A typical estate plan is a disposition document: it tells us who gets what and when. But too often the estate plan ignores the human side of what takes place after a death in the family, leading to family discord and lasting division.
For instance, who will the trustee be? Will it be a fellow family member who will have to interact with other family members over the estate? Trustees sometimes have to say no, and a family member may get accused of holding out or taking too long. Often a family member is not the best choice for a trustee. A neutral third party may be preferable.
In “Resting in Pieces: Why Family Harmony is a Frequent Casualty of Estate Plans” in the February 2020 edition of The Journal of the Kansas Bar Association, Tim O’Sullivan notes that when there are multiple children and one serves as a fiduciary, there is a 1/3 to 40% greater likelihood of family discord.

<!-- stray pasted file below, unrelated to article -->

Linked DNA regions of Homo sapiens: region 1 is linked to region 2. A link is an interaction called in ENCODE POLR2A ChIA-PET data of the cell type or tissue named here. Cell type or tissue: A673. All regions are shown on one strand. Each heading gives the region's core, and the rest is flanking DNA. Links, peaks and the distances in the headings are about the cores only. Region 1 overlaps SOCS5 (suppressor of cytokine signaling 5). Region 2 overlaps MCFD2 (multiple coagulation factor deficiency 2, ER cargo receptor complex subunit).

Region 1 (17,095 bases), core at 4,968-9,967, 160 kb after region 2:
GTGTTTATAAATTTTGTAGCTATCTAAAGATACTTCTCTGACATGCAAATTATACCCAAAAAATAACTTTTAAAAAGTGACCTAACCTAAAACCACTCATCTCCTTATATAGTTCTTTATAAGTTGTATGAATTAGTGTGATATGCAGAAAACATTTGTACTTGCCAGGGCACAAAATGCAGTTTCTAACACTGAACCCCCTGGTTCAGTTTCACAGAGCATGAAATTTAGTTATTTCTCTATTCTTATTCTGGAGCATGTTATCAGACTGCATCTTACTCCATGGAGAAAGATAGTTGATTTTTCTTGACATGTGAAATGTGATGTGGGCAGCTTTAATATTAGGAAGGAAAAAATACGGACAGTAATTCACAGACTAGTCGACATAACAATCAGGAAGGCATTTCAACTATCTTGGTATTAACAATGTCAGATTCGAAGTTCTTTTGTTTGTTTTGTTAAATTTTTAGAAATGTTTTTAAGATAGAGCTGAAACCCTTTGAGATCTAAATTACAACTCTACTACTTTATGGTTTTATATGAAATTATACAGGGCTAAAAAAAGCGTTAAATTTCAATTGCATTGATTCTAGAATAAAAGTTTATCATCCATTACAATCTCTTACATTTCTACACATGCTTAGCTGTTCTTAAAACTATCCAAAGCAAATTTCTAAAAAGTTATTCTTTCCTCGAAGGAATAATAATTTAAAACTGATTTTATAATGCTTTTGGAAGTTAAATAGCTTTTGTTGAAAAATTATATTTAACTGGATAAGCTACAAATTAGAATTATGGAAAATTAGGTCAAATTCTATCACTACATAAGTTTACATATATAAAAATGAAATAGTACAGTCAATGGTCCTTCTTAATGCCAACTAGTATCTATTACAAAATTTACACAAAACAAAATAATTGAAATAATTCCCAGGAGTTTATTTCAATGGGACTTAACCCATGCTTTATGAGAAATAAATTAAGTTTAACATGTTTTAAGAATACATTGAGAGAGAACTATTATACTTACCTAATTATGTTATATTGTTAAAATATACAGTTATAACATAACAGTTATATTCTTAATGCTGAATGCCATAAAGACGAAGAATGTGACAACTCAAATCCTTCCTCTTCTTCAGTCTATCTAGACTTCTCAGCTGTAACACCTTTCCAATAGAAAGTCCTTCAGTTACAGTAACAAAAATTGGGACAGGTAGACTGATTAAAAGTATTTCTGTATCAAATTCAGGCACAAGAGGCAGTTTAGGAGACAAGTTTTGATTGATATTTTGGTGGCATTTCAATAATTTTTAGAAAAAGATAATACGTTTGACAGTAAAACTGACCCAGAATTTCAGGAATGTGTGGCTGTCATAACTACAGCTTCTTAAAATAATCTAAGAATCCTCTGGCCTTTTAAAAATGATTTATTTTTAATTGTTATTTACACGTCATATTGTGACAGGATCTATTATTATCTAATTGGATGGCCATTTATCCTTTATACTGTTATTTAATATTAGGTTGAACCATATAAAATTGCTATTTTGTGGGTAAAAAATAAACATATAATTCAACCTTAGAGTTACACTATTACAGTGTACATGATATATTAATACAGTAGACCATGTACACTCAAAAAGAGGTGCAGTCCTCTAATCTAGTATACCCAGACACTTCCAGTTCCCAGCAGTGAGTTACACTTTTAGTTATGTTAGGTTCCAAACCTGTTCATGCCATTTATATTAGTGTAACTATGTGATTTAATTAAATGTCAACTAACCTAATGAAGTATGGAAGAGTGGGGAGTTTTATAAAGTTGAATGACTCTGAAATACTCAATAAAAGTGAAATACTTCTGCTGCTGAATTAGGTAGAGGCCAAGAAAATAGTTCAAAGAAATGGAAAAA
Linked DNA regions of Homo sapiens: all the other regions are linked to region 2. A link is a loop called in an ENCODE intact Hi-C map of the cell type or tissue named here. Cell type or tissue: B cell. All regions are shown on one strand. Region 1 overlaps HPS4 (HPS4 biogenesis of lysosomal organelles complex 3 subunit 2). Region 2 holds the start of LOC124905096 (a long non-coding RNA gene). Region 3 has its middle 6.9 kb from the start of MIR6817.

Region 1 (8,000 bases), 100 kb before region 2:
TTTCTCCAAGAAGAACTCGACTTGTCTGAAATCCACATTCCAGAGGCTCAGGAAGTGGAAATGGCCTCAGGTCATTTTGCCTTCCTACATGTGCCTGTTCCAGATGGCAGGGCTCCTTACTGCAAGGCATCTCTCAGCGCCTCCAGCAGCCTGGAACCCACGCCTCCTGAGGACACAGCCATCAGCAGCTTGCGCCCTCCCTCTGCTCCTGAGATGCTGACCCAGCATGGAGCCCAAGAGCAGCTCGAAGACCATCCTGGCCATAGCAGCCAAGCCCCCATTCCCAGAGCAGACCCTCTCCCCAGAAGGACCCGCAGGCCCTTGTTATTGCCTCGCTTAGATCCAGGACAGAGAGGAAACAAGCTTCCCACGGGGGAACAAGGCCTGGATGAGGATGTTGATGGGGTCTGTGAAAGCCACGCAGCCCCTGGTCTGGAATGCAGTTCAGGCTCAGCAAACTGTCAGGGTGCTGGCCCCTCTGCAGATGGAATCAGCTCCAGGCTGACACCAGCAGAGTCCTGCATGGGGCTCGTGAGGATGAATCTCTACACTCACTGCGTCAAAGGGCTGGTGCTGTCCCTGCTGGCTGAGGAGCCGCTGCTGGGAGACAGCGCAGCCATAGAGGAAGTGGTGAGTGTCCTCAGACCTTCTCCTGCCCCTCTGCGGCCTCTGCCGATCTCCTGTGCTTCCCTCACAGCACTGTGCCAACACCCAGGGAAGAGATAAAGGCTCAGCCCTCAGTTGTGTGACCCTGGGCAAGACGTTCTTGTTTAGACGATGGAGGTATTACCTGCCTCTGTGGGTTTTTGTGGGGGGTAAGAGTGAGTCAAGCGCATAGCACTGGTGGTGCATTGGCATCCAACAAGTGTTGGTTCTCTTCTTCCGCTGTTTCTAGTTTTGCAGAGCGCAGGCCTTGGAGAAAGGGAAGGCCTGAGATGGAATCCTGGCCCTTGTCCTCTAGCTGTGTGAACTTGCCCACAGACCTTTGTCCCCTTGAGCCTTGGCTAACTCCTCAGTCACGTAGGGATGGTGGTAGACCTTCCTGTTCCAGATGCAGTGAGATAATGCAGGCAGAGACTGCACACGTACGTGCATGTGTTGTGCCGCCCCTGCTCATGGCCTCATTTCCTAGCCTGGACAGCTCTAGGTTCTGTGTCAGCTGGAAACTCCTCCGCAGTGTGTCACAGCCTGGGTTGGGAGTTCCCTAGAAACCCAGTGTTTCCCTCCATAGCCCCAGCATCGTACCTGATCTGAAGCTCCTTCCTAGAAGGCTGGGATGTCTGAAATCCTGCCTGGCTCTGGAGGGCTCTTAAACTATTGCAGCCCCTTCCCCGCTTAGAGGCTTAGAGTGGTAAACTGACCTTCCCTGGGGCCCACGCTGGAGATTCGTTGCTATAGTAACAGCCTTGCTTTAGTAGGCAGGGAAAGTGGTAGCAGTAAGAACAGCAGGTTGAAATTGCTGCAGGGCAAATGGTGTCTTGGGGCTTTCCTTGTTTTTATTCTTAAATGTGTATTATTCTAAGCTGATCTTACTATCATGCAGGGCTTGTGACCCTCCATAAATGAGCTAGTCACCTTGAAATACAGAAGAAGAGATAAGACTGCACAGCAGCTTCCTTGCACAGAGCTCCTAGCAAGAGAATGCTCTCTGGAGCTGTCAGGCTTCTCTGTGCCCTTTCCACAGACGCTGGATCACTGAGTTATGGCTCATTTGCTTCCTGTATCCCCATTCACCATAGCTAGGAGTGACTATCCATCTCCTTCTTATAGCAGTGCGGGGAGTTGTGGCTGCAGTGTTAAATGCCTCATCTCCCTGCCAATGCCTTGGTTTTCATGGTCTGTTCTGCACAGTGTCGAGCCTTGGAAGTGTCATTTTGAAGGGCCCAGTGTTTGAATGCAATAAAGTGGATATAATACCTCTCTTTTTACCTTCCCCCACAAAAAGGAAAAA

Causes of family discord
Part of that discord is often purely the result of the fact that the child may not be equipped to serve. Or it may be that the elevation of one child as “trustee” brings out old wounds of who the favored child really was.
Nor does it work to appoint the children as co-trustees. Now they must all agree on even the smallest issues.
And the work of serving as a fiduciary takes time and expense. Rarely is that time and expense an equal burden. A school teacher compared to a corporate executive may bear the cost very differently.
These are just a few examples of how estate plans can create needless family conflict.
On the other hand, there are simple ways of reducing the potential for discord, such as creating a list for the disposition of personal property.
Ask your lawyer preparing your plan if they are taking into account these kinds of family harmony issues. For the sake of lasting family relationships, your estate plan can serve as a compass or a hammer.
Photo by Moritz Mentges on Unsplash
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Published June 10, 2020
Topics: Estate Planning